Authored by RSM US LLP
On Sept. 14, the IRS announced it will stop processing any new employee retention credit (ERC) claims filed until at least the end of 2023.
Numerous businesses have either:
Depending upon which of these scenarios an entity may be in, the announcement will have various implications as laid out in the release.
This action follows prior announcements where the IRS has indicated it was aware of significant fraud risk in the ERC market with numerous promoters helping businesses who may not be eligible file for large credits and earning a contingent fee on the credit amounts. The IRS also announced that hundreds of criminal cases are being worked on with respect to ERC filings, and thousands of ERC claims have been referred for audit.
In addition to summarizing the implications for entities in various scenarios, the IRS sent a letter to Congress asking for help combatting such fraud in the future, as well as publishing yet another release with red flags that may indicate aggressive promoters, an updated eligibility summary and new question and answer guide. It is important to note that none of this information provides new rules for applying the ERC, rather it provides a summary and reminders of previous guidance already issued by the IRS that the IRS believes many filers have not heeded.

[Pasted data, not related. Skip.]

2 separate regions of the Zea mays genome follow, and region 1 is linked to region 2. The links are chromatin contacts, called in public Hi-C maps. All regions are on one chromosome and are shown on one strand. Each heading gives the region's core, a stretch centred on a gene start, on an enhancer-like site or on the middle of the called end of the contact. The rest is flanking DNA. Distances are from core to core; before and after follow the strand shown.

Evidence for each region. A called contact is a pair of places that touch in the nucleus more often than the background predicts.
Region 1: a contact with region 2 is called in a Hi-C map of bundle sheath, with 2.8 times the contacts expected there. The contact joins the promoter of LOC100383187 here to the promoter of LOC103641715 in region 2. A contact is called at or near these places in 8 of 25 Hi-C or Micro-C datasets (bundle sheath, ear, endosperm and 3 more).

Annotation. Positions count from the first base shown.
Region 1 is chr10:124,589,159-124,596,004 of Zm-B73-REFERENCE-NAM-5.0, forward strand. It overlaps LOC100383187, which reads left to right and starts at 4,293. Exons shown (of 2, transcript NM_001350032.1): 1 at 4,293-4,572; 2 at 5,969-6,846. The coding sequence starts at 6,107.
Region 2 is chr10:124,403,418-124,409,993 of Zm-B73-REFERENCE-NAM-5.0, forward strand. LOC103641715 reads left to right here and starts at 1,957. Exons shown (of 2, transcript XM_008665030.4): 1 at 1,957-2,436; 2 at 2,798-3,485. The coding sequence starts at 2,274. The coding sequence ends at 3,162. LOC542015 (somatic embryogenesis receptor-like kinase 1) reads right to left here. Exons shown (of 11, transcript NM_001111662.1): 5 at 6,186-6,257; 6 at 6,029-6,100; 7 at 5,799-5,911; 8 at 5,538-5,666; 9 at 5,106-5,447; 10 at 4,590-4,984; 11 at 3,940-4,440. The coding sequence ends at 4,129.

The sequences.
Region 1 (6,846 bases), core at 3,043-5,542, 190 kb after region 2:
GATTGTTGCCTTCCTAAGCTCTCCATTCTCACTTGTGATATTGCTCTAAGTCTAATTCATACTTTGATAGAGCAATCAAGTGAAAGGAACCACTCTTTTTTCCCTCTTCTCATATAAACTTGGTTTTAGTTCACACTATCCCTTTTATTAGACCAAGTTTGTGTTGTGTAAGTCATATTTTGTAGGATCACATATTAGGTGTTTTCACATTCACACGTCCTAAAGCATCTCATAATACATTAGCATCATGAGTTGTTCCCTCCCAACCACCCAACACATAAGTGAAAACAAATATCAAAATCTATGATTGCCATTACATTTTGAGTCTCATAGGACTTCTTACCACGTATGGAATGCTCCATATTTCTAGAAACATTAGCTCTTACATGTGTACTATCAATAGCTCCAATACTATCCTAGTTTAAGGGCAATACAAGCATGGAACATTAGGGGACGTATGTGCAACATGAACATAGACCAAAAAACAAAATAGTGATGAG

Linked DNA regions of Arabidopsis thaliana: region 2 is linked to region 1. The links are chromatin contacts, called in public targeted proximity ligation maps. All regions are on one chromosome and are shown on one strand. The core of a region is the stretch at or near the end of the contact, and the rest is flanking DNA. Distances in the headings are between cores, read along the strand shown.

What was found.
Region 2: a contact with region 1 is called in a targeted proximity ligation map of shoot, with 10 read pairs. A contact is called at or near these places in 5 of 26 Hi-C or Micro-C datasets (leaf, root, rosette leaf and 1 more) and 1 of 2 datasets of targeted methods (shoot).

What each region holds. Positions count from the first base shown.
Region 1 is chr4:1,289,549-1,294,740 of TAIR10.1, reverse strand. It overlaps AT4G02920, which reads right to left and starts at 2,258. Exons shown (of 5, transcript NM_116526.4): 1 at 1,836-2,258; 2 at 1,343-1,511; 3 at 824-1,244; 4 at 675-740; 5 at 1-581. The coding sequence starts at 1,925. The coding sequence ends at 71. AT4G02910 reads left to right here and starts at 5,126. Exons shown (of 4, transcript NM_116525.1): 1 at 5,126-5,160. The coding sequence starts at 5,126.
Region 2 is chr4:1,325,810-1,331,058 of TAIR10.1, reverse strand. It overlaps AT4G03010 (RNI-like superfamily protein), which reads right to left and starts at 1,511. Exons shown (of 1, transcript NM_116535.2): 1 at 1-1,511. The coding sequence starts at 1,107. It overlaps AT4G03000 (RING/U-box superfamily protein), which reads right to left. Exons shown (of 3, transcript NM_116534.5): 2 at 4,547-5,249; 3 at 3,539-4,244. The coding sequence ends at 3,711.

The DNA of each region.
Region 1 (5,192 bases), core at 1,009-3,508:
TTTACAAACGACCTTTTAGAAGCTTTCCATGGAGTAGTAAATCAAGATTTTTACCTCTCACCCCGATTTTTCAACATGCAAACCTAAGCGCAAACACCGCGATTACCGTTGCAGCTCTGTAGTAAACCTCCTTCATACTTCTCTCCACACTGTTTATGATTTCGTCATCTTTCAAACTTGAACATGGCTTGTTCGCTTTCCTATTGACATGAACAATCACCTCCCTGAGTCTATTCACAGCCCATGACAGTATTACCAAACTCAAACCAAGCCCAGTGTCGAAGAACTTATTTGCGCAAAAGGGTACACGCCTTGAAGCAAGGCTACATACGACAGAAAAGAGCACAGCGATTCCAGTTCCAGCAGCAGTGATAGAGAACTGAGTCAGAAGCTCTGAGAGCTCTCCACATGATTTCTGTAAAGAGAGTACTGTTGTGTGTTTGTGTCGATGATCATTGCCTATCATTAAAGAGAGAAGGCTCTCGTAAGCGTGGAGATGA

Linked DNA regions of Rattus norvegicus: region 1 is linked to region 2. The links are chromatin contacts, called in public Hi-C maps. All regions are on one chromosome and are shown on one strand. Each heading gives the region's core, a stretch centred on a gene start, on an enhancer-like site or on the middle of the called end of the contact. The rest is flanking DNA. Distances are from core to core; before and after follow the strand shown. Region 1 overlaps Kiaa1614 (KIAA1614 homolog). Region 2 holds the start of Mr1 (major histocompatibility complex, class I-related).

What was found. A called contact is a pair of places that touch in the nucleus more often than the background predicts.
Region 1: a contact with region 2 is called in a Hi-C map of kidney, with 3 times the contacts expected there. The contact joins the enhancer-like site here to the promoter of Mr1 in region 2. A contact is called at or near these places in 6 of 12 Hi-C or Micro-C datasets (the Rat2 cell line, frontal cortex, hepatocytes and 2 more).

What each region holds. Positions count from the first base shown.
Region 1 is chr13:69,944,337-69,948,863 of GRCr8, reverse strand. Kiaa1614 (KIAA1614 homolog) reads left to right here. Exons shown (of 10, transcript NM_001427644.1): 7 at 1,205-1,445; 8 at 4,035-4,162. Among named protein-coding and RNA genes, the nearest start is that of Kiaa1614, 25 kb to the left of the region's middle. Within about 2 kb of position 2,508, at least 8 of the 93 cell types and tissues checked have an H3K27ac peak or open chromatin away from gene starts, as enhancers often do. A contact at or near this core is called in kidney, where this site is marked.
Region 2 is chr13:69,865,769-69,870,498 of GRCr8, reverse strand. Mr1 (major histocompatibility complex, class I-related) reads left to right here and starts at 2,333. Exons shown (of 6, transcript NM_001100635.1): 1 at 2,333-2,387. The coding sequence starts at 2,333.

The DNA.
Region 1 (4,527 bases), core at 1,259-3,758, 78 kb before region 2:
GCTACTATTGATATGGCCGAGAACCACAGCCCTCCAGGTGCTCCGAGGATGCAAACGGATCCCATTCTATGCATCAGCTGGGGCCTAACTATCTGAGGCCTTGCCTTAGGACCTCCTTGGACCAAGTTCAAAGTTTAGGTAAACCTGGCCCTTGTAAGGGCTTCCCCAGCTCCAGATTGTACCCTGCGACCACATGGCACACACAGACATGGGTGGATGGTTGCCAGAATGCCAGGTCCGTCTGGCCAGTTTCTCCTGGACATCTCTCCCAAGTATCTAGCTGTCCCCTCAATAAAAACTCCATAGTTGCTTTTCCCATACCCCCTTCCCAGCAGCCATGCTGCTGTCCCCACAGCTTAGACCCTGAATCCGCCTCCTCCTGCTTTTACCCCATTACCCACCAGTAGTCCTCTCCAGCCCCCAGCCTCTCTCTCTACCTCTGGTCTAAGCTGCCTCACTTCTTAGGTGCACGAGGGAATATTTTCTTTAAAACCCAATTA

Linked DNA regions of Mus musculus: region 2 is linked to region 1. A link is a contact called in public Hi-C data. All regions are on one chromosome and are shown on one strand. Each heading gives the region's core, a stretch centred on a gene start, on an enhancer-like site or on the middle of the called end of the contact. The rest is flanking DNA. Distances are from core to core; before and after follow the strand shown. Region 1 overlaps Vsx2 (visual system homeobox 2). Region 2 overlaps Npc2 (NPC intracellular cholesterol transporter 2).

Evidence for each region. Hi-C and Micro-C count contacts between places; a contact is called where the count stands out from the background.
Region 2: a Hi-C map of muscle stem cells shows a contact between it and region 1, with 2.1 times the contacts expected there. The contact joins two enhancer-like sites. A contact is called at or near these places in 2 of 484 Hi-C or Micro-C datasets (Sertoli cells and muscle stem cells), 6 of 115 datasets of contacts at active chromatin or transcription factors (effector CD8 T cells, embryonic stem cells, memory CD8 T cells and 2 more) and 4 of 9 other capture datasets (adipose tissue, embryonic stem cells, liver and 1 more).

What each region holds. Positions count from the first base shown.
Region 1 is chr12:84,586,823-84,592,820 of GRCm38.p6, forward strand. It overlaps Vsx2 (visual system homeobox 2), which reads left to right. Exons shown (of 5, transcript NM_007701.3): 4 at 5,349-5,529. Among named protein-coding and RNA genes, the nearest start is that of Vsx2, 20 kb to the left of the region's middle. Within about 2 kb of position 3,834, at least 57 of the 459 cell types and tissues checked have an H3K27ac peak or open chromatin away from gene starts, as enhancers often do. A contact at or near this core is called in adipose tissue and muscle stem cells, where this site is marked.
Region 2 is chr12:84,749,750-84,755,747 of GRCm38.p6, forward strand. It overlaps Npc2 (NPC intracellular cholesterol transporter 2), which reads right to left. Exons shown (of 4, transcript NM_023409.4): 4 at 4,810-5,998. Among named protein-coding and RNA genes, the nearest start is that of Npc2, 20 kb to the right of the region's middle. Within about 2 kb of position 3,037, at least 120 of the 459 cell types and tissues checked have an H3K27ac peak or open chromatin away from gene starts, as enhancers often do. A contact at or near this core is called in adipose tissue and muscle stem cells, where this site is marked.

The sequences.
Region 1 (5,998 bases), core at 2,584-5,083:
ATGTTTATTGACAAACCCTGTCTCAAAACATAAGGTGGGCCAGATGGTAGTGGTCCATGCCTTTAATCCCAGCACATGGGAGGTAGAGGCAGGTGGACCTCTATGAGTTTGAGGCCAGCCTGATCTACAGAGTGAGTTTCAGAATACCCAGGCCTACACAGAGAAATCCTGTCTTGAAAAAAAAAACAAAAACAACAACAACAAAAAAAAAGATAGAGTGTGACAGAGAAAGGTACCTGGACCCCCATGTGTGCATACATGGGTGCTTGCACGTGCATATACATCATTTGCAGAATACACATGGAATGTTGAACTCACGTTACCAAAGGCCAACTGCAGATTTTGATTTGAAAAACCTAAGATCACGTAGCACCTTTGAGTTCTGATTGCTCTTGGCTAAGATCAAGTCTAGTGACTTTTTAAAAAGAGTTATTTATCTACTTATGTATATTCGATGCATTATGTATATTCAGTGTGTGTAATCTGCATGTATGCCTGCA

Throughout the materials released, the IRS encourages employers to use trusted tax professionals for ERC guidance. Many entities will find themselves in a position of needing to reach out to a tax advisor with ERC experience to help determine their best path forward. In many cases, that path will not be clear until the IRS releases additional guidance for entities who have already filed an ERC claim who want to either:
Many entities are eligible for the ERC that have not yet filed a claim, and the statute of limitations is still open until April 15, 2024, for 2020 credits and April 15, 2025, for 2021 credits. These entities may find the IRS announcement discouraging as not all claims being filed now are fraudulent, rather many entities simply did not know until recently they were eligible or have not had the capacity to pull together the information to file the claims yet. The current announcement indicates the moratorium is only temporary so we would expect entities in this situation to still be able to file claims as the release does not state that you cannot file, but only that the IRS will not process them until further notice. We recommend you work with a tax professional to determine the best path forward in this situation.
This article will be updated as future guidance is available.
This article was written by Anne Bushman, Marissa Lenius and originally appeared on 2023-09-15.
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